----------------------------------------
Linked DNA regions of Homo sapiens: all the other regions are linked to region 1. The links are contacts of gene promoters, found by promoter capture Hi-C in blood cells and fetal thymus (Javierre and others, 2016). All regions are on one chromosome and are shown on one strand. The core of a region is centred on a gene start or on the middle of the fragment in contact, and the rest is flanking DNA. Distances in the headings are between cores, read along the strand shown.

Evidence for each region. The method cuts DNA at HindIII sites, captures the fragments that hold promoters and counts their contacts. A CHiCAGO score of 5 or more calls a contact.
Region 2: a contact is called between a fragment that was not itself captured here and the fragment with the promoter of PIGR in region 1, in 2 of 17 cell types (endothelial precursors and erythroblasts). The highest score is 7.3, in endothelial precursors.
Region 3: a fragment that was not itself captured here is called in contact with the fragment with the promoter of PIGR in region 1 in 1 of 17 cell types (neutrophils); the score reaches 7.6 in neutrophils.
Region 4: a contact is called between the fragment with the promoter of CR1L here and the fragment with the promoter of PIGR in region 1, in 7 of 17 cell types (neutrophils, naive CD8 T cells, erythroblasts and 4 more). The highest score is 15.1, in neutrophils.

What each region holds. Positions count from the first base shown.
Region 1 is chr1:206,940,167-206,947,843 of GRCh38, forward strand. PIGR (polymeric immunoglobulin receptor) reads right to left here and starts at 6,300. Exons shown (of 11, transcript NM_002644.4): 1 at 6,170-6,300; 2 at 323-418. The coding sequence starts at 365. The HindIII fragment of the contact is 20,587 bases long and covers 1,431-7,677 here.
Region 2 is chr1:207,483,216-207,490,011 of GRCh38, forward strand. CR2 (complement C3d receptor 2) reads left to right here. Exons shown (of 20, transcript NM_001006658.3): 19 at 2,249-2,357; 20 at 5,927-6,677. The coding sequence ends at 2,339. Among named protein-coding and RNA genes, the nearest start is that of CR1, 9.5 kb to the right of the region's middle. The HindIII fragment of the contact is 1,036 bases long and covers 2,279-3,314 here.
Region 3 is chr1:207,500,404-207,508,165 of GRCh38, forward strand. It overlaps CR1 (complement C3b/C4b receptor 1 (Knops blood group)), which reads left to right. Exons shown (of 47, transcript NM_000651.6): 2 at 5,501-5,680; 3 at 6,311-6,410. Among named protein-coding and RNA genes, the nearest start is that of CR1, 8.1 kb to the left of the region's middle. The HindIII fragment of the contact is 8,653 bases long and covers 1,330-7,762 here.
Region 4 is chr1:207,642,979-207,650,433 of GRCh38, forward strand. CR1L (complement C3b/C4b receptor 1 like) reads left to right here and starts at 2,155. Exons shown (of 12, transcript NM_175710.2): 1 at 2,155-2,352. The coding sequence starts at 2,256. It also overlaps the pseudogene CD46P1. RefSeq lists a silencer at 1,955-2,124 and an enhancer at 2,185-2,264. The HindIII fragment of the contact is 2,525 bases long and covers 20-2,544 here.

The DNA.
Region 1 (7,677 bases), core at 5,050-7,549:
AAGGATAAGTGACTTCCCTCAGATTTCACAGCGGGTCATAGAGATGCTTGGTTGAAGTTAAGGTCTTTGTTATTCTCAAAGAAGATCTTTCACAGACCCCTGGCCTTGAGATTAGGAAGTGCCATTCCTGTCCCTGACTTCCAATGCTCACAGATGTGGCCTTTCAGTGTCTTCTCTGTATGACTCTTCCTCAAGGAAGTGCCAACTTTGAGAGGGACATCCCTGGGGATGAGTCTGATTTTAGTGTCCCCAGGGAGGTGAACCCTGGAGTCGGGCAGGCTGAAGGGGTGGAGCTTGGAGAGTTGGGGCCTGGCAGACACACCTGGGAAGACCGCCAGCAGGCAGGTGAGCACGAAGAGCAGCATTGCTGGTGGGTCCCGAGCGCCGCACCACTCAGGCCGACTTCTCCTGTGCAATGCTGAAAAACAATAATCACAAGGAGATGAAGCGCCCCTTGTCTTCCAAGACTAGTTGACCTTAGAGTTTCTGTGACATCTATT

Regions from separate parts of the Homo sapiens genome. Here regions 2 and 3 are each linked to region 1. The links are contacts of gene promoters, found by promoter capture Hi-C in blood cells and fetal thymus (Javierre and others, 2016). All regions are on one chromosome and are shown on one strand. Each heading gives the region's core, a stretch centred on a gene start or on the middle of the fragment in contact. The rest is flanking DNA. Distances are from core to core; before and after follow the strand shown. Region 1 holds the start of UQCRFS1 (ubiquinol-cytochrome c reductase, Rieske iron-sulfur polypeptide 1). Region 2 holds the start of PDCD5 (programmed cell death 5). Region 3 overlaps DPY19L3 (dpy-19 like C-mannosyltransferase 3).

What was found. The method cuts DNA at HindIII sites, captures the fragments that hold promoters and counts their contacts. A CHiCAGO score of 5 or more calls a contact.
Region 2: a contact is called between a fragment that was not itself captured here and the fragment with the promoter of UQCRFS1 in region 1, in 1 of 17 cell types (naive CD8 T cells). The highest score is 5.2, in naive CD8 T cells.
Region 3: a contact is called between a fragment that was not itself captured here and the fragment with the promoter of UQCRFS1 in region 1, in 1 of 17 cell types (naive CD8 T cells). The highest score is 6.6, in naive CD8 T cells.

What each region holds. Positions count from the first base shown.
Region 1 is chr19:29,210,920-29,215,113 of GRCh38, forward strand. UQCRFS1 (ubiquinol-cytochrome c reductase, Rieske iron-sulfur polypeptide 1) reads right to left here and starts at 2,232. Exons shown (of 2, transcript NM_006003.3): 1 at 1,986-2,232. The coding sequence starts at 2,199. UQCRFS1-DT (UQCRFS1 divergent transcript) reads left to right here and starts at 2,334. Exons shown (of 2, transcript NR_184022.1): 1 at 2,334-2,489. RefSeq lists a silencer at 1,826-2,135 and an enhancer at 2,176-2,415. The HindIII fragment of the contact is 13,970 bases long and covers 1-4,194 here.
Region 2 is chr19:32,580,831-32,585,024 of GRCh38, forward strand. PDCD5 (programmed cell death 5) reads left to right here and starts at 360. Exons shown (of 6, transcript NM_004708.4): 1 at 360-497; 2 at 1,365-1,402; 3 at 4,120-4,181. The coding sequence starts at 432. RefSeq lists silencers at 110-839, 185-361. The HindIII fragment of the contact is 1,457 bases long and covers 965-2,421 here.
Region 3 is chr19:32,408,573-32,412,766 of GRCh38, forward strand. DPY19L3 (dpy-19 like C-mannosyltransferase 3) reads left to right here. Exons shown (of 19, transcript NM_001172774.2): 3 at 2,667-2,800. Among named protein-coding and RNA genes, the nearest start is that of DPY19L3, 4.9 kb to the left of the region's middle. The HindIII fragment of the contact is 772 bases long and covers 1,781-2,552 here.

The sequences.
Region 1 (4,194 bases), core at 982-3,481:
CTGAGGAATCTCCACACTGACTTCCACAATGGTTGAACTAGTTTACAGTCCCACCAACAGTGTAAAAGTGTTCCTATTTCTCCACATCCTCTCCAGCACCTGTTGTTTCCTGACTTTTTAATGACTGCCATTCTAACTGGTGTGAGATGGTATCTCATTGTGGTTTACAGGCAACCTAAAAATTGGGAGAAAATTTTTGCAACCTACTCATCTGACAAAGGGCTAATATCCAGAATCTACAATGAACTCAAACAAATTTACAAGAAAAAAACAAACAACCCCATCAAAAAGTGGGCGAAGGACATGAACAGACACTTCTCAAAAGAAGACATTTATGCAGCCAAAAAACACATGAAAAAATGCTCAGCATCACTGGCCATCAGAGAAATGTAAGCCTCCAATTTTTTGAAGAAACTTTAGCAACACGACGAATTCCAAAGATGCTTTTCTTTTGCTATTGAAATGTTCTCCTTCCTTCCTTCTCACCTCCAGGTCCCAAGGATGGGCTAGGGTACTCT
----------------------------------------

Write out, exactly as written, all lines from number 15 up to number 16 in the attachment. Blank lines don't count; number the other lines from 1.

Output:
What was found. The method cuts DNA at HindIII sites, captures the fragments that hold promoters and counts their contacts. A CHiCAGO score of 5 or more calls a contact.
Region 2: a contact is called between a fragment that was not itself captured here and the fragment with the promoter of UQCRFS1 in region 1, in 1 of 17 cell types (naive CD8 T cells). The highest score is 5.2, in naive CD8 T cells.